It was home to Al Capone (some say he even owned it at one stage), supposedly residing in a suite on the 8th floor of the North tower. His spirit is said to haunt the halls. Though according to records Capone never stayed there, nor owned it, at least not under his own name.
These are but a couple of the stories of past patrons of South Michigan Avenue’s grand dame.
The Congress Plaza has seen better days. In its prime it would have been a stunning and majestic hotel. These days the old girl is a little rough around the edges and is in need of a major overhaul. I think the tattiness adds to the haunted feel.
When I investigated I find there are said to be numerous ghosts that reside at the hotel. Rooms with reputations that make the movie 1804 resemble a trip to Disneyland.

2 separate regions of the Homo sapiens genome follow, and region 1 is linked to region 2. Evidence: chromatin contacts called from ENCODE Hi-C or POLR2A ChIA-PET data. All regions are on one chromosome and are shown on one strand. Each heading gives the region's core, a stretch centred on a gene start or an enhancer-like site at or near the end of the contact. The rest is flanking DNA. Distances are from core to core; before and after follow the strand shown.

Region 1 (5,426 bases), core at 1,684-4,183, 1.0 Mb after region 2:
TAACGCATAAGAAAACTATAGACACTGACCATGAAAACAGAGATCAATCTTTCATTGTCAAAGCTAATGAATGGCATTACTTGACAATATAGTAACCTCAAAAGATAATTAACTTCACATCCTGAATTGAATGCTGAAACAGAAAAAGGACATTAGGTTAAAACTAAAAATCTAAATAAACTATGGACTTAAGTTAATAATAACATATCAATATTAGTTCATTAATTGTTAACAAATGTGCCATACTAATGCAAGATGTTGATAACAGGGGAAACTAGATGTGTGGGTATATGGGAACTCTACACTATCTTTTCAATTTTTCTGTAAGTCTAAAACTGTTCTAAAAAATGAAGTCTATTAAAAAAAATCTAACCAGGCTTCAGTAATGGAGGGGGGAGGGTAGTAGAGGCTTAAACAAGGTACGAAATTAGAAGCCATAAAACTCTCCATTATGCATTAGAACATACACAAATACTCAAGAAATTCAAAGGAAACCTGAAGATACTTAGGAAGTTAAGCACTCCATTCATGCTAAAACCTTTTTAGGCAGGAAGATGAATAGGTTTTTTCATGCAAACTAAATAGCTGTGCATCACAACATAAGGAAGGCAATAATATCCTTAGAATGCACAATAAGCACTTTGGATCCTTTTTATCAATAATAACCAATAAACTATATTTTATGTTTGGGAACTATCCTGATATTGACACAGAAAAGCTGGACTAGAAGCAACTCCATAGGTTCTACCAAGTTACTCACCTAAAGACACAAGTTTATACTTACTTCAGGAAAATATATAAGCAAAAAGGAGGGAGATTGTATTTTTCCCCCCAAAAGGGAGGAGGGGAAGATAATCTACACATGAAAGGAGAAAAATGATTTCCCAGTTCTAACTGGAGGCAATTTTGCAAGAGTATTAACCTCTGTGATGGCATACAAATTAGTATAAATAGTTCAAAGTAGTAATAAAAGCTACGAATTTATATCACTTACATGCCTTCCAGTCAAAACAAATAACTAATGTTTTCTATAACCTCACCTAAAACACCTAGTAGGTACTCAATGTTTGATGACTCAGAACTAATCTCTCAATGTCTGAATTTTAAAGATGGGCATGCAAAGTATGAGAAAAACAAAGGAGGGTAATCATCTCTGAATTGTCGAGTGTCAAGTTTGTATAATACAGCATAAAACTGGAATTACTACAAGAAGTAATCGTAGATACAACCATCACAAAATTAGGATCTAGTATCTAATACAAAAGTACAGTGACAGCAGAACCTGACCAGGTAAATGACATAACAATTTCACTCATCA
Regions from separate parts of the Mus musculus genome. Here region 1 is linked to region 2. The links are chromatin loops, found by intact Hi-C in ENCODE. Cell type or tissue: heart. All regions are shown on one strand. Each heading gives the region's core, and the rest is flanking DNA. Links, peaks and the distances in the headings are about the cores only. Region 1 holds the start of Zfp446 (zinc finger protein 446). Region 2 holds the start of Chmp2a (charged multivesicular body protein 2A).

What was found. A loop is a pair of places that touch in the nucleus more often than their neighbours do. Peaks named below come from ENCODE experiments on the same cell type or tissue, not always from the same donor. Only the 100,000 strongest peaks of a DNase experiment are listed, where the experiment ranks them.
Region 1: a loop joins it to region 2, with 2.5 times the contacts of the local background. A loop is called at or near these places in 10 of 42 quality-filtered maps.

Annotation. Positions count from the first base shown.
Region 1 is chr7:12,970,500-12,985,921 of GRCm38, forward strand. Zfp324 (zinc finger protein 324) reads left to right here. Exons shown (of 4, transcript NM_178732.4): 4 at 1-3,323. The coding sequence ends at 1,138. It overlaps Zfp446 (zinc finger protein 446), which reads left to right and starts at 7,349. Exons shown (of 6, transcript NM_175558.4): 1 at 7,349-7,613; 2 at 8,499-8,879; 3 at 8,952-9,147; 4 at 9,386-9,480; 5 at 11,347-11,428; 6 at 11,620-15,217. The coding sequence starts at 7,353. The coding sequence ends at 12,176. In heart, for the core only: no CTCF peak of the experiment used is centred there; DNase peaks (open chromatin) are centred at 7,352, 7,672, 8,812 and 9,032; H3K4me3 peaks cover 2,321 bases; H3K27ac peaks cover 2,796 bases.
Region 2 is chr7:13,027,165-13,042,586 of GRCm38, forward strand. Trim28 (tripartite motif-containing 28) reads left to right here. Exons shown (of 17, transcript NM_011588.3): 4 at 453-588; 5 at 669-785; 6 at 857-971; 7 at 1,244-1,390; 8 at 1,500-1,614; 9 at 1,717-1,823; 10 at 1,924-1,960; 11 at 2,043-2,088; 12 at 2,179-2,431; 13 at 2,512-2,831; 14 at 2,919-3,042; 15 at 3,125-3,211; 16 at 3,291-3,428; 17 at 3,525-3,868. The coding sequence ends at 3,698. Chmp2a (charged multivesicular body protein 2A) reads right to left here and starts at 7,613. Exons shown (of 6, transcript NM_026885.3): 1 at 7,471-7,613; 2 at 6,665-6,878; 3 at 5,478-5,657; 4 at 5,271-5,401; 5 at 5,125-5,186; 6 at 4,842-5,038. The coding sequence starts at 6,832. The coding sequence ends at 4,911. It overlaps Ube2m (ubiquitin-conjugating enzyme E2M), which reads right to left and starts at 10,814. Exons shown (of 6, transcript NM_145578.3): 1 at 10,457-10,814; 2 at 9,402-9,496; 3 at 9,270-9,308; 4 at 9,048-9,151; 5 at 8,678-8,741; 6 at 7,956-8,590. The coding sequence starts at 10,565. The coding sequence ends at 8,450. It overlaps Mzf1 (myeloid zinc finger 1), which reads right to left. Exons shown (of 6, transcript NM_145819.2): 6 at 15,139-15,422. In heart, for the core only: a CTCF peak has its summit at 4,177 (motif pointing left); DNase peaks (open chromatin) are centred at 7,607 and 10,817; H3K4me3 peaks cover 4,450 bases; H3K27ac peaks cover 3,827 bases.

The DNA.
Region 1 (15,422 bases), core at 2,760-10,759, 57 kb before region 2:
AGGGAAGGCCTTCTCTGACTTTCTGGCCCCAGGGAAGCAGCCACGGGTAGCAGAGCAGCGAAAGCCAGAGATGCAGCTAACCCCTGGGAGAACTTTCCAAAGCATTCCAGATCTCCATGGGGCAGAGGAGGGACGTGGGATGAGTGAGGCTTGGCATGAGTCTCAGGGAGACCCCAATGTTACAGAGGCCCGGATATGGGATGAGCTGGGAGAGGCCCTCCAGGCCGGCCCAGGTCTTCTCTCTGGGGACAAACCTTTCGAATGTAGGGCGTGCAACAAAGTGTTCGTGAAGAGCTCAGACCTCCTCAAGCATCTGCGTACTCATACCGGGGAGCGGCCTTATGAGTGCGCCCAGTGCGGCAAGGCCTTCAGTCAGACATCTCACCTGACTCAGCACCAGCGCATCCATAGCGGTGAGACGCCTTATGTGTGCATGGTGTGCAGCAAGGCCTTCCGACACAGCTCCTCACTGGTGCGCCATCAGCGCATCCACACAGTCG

So when in Rome, you leave the security of your hotel room on the 11th floor, grab the camera and go for a walk to investigate. Remember I knew nothing about the alleged ghosts until the last night of my stay.
I am lucky with the situation of our room, the corridor it is on has windows to daylight on one side. This makes it feel quite airy and comfortable. When I go exploring I find that this is a welcomed rarity in the hotel. You see only the floors from 9 to 12 have an internal open space to the heavens. And only the rooms located above and below me on these levels have corridors with windows. All other corridors have rooms either side and no natural light, which does make if feel very creepy.
Internally the hotel reminds me of the one in Stanley Kubrick’s The Shining. No windows and very long corridors. As I walk around the corridors I do wonder if I am going to run into the twins asking me to come play with them.